Clinical Communications: Adult| Volume 57, ISSUE 2, e45-e48, August 2019

Download started.


No Fever, No Murmur, No Problem? A Concealed Case of Infective Endocarditis



      Infective endocarditis is associated with significant morbidity and mortality, despite advances in diagnosis and treatment strategies. Injecting drug users are particularly at risk of endovascular infections, especially with multi-resistant and virulent microorganisms. Typically, patients with endocarditis present with constitutional symptoms, such as high fever and malaise combined with cardiorespiratory symptoms of valvular failure or emboli, such as septic pulmonary embolism.

      Case Report

      A 33-year-old female with a history of peptic ulcer disease presented to the emergency department with 3 days of increasing unilateral calf pain and swelling. There was no history of trauma or immobilization, no fever or clinical signs of sepsis or cardiopulmonary symptoms. A history of recent i.v. amphetamine injection in the forearm was elicited and empiric treatment for endovascular infection was commenced. Workup revealed methicillin-resistant Staphylococcus aureus mitral papillary endocarditis with gastrocnemius pyomyositis, multi-joint septic arthritis, and brain abscesses. After a 60-day inpatient stay, including intensive care admission for septic shock, the patient made a good recovery.

      Why Should an Emergency Physician Be Aware of This?

      The incidence of injecting drug use is increasing, and these patients are at risk of severe invasive infections with multi-resistant organisms. The emergency physician is most often responsible for the initial workup and treatment of patients with suspected infective endocarditis, with timely collection of blood cultures and appropriate antibiotics being essential interventions. This case highlights that even without fever, murmurs, or constitutional symptoms, severe multisystem infections from endocarditis can occur.


      To read this article in full you will need to make a payment

      Purchase one-time access:

      Academic & Personal: 24 hour online accessCorporate R&D Professionals: 24 hour online access
      One-time access price info
      • For academic or personal research use, select 'Academic and Personal'
      • For corporate R&D use, select 'Corporate R&D Professionals'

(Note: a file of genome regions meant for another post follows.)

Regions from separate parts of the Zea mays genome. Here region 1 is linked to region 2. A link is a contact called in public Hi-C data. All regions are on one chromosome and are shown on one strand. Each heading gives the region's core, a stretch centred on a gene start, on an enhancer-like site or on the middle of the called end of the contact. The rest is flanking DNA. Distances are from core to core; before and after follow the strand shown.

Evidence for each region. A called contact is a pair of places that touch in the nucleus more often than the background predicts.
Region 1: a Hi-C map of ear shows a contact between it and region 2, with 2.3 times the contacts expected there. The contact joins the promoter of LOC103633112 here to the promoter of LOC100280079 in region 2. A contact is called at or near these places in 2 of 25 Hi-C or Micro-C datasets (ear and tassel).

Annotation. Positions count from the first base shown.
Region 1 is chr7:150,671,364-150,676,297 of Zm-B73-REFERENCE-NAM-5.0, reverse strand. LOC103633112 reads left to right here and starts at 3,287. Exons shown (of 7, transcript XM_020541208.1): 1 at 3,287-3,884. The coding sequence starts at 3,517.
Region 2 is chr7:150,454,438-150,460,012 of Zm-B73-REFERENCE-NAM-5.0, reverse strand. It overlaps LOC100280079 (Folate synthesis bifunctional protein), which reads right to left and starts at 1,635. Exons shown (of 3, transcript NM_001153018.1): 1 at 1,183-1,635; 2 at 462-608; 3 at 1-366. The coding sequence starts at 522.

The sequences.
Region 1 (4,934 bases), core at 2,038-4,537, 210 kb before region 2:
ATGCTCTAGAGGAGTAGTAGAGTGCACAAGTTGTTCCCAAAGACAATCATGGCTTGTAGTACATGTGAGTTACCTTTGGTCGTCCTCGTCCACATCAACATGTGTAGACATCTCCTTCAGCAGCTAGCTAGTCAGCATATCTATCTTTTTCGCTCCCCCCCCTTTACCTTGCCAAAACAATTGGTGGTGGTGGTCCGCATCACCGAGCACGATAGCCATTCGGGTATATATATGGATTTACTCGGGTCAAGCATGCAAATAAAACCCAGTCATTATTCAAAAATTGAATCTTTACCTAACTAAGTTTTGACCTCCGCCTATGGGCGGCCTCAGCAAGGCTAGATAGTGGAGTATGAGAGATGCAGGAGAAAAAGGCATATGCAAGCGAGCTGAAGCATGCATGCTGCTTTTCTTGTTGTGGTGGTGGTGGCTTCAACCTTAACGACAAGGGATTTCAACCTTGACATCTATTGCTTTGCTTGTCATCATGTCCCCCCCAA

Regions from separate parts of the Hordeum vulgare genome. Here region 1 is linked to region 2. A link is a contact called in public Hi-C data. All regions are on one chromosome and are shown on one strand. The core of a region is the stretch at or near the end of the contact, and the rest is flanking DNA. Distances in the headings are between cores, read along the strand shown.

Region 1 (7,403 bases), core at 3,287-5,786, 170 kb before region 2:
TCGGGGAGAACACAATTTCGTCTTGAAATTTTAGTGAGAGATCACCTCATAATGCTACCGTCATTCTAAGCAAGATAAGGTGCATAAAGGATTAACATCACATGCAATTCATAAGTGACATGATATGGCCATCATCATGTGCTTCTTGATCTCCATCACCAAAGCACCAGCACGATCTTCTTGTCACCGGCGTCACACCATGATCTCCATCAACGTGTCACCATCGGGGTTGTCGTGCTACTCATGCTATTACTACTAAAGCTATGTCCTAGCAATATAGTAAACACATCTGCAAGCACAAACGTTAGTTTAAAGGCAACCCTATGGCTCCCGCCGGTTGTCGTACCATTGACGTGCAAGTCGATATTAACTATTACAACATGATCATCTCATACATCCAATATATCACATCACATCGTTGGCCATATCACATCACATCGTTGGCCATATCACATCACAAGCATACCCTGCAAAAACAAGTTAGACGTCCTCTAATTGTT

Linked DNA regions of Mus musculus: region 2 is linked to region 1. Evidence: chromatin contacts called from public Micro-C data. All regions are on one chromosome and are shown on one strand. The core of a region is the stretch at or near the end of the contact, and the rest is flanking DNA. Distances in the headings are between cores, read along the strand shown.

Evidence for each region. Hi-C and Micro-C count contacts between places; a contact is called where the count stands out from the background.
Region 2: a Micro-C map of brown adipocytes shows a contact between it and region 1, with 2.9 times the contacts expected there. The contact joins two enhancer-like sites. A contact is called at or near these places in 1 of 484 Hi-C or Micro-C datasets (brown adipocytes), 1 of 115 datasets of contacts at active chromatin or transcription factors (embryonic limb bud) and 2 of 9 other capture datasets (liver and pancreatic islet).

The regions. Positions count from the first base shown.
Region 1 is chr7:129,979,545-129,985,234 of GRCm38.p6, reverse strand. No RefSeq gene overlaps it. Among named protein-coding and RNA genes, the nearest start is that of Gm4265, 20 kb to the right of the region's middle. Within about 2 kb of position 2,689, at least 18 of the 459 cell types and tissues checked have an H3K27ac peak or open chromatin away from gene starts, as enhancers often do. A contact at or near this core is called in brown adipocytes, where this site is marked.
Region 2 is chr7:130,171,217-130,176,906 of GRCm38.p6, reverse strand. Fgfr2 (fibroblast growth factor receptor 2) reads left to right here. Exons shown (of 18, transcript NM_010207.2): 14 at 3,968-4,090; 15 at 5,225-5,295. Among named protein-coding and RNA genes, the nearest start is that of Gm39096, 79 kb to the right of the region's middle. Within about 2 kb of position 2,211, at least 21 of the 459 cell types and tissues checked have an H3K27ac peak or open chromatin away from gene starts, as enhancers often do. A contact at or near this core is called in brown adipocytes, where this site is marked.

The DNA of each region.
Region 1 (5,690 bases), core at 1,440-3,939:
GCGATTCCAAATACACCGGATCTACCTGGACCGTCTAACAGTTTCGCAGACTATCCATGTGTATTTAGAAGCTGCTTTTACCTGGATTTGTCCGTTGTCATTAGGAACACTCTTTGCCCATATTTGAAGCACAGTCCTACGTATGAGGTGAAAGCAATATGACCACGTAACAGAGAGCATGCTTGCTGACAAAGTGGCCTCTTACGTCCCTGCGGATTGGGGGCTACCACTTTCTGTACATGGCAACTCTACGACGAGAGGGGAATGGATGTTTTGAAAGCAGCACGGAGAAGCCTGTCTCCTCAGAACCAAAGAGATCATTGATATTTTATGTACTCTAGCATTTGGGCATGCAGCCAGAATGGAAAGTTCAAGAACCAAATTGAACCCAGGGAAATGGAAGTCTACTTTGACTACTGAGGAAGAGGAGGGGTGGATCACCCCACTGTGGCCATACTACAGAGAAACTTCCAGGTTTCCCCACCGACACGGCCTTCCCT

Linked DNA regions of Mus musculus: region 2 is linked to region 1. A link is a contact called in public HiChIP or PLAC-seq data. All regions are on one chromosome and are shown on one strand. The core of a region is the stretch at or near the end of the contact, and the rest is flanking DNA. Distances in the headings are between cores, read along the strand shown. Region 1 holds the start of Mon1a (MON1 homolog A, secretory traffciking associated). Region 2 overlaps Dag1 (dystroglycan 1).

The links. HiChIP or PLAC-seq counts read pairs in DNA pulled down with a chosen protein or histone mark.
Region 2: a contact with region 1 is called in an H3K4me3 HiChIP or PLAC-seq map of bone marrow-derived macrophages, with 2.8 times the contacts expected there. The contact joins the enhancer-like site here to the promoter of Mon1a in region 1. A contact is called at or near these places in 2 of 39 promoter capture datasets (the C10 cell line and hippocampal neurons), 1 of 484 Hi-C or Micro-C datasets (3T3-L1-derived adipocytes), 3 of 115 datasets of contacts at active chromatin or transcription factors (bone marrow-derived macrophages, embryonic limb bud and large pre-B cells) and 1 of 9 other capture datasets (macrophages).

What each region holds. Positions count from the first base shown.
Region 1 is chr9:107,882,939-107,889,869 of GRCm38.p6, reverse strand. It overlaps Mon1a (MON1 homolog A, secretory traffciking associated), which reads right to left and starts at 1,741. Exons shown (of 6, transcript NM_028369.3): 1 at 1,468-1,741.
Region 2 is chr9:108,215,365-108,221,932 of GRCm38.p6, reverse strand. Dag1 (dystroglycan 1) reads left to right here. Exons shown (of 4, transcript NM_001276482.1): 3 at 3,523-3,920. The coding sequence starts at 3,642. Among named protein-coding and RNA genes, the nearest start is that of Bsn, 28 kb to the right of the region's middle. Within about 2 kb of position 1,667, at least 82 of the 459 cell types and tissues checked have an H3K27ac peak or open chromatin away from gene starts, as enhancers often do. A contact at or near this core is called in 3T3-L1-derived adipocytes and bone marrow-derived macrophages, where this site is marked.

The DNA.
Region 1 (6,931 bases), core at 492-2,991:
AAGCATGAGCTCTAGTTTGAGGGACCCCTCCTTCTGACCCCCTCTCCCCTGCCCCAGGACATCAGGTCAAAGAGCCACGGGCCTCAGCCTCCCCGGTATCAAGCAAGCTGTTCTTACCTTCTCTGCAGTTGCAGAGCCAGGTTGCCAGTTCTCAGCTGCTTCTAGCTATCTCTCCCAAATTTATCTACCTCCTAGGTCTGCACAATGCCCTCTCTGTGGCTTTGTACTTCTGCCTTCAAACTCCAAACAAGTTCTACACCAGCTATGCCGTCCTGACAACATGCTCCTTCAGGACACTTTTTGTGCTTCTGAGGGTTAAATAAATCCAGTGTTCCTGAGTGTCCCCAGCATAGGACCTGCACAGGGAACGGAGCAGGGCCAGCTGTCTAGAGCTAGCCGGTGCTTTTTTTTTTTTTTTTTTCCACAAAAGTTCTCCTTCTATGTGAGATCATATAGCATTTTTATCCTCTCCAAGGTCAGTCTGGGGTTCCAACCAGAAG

Subscribe to Journal of Emergency Medicine
      Already a print subscriber? Claim online access
      Already an online subscriber? Sign in
      Institutional Access: Sign in to ScienceDirect


        • Cahill T.J.
        • Baddour L.M.
        • Habib G.
        • et al.
        Challenges in infective endocarditis.
        J Am Coll Cardiol. 2017; 69: 325-344
        • Selton-Suty C.
        • Celard M.
        • Le Moing V.
        • et al.
        Preeminence of Staphylococcus aureus in infective endocarditis: a 1-year population-based survey.
        Clin Infect Dis. 2012; 54: 1230-1239
        • Delahaye F.
        • M’Hammedi A.
        • Guerpillon B.
        • et al.
        Systematic search for present and potential portals of entry for Infective Endocarditis.
        J Am Coll Cardiol. 2016; 67: 151-158
        • Cahill T.J.
        • Prendegast B.D.
        Infective endocarditis.
        Lancet. 2016; 387: 882-893
        • Wurcel A.G.
        • Anderson J.E.
        • Chui K.K.
        • et al.
        Increasing infectious endocarditis admissions among young people who inject drugs.
        Open Forum Infect Dis. 2016; 3: ofw157
        • Zibbell J.E.
        • Asher A.K.
        • Patel R.C.
        • et al.
        Increases in acute hepatitis C virus infection related to a growing opioid epidemic and associated injection drug use, United States, 2004 to 2014.
        Am J Public Health. 2018; 108: 175-181
        • Mathew J.
        • Addai T.
        • Anand A.
        • Morrobel A.
        • Maheshwari P.
        • Freels S.
        Clinical features, site of involvement, bacteriologic findings, and outcome of infective endocarditis in intravenous drug users.
        Arch Intern Med. 1995; 155: 1641-1648
        • Badri M.
        • Sardar M.R.
        • Khitri A.
        • Gnall E.
        • Bradley J.
        Isolated posteromedial papillary muscle endocarditis.
        Eur Heart J. 2012; 13: 630